One of my new favorite games isn't really a game.


Warning, there may be Dear Esther spoilers below.

I find it very hard to describe Dear Esther. In fact after two playthroughs I'm still scratching my head as to who any of the characters even were. I don't know who the narrator was, I don't know what the deal with the ghosts I caught glimpses of were. I thought I had pieced together who Esther is but I still have no real idea if I'm right, even with the hints the game kept dropping(I don't even know who I was playing as,though I have suspicions). All I really know for sure is the haunting environment, the deep mystery and my uneasy feelings as I progressed further into the strange island.

However, as great as it was(and I really do recommend it to everyone) I find it hard to call this a "Game" in a traditional sense. Sure you have control over your movement, you can proceed through the island environments at your own pace and take all the time you want to stare at sights but overall you're just pushed down the same general path, You really have no say over where you end up, all paths lead to the same end. If I had to place Dear Esther in any category I'd toss it somewhere between movie and novel, the story is told to you, there really isn't anything to that happens in the events of game. All story is told in a past tense way, and it's not told in order, the narrator isn't even reliable, he contradicts himself multiple times and becomes angrier and more confusing as the game goes on.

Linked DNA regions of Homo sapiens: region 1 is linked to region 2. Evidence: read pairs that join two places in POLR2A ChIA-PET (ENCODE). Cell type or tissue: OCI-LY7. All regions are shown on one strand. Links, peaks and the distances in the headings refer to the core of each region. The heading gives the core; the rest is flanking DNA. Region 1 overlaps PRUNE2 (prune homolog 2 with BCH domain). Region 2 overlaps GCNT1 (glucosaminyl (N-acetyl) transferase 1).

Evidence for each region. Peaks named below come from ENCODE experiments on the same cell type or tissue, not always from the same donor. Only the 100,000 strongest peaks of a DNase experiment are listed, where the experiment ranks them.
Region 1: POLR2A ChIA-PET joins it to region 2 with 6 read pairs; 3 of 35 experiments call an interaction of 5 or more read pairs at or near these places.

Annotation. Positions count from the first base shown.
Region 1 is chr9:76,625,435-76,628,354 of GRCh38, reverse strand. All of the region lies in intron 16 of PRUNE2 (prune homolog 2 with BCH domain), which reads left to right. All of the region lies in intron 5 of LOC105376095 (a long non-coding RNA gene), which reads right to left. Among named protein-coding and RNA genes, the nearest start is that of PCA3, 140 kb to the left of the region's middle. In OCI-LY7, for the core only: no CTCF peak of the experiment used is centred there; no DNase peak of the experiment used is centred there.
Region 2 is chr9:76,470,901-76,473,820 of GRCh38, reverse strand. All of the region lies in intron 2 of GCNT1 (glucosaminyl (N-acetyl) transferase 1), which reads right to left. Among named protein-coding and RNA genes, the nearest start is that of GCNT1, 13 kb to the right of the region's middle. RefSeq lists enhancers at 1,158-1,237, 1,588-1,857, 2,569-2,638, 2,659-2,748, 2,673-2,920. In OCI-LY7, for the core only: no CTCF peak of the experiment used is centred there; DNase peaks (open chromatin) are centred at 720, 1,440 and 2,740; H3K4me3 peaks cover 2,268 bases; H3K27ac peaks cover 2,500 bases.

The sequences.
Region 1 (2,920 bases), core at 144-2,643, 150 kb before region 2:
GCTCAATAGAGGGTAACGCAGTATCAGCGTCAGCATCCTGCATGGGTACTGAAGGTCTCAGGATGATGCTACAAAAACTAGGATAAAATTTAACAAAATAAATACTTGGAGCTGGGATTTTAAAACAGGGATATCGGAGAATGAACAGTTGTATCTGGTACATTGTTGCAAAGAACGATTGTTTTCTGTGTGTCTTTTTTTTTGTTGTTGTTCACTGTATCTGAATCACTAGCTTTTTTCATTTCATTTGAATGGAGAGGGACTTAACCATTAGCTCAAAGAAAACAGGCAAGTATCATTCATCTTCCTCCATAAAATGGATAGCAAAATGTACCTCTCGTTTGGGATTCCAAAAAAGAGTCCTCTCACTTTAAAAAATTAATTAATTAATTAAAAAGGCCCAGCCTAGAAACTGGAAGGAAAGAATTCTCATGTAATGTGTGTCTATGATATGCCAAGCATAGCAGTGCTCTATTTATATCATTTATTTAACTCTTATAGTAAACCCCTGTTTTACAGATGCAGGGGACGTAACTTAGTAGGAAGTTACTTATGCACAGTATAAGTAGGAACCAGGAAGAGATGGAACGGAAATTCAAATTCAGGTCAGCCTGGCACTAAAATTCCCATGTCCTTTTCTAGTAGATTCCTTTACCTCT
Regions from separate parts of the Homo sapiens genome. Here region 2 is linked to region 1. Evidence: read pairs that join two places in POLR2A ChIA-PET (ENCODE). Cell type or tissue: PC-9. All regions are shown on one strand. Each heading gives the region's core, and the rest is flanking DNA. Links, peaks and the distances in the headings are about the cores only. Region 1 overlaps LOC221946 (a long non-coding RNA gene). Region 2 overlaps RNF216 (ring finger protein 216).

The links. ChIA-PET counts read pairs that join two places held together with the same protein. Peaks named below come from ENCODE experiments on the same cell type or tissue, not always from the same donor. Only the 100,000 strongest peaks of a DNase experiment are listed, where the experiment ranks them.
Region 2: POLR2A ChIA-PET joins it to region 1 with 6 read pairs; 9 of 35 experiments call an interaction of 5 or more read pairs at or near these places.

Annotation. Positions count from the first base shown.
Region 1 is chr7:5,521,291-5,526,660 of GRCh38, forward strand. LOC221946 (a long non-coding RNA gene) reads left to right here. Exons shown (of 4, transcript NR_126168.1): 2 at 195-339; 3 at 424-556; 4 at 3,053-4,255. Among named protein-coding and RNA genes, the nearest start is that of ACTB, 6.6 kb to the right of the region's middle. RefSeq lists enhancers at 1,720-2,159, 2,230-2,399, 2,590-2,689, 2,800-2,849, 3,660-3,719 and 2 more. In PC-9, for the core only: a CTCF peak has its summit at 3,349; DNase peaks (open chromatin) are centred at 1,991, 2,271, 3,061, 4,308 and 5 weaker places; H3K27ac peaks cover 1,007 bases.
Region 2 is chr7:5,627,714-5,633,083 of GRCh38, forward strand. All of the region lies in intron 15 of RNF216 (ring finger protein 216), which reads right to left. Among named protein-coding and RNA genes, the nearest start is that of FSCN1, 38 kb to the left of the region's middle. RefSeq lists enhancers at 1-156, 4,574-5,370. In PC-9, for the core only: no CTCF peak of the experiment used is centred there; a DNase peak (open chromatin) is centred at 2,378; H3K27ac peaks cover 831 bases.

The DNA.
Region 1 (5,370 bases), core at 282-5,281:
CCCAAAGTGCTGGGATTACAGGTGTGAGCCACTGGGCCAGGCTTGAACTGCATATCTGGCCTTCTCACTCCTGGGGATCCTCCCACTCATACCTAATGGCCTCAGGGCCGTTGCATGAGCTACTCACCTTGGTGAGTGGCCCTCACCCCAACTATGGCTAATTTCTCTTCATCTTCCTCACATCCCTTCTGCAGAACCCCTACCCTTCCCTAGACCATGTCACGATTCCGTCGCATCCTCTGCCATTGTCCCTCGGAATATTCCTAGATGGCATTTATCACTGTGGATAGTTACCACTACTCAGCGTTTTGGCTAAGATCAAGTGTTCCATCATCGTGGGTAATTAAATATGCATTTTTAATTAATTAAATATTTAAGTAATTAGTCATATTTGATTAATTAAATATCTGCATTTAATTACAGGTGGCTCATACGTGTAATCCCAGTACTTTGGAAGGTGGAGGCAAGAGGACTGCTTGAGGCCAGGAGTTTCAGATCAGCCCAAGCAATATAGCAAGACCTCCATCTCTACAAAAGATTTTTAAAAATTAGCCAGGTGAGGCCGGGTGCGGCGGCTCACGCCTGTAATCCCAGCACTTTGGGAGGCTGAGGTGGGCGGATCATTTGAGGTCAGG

I gotta wonder though, is there a place for games like this in the industry? Even Heavy Rain was more of a game then Dear Esther and that game is famous for being little more than an interactive movie. Personally? I think yes there is, especially if the story can be told in a hauntingly beautiful way such as the one in Dear Esther. If a "game" wants to focus on a story more then actual game play more power to it, it's certainly going to remain more of a niche market but it's one that really should be explored.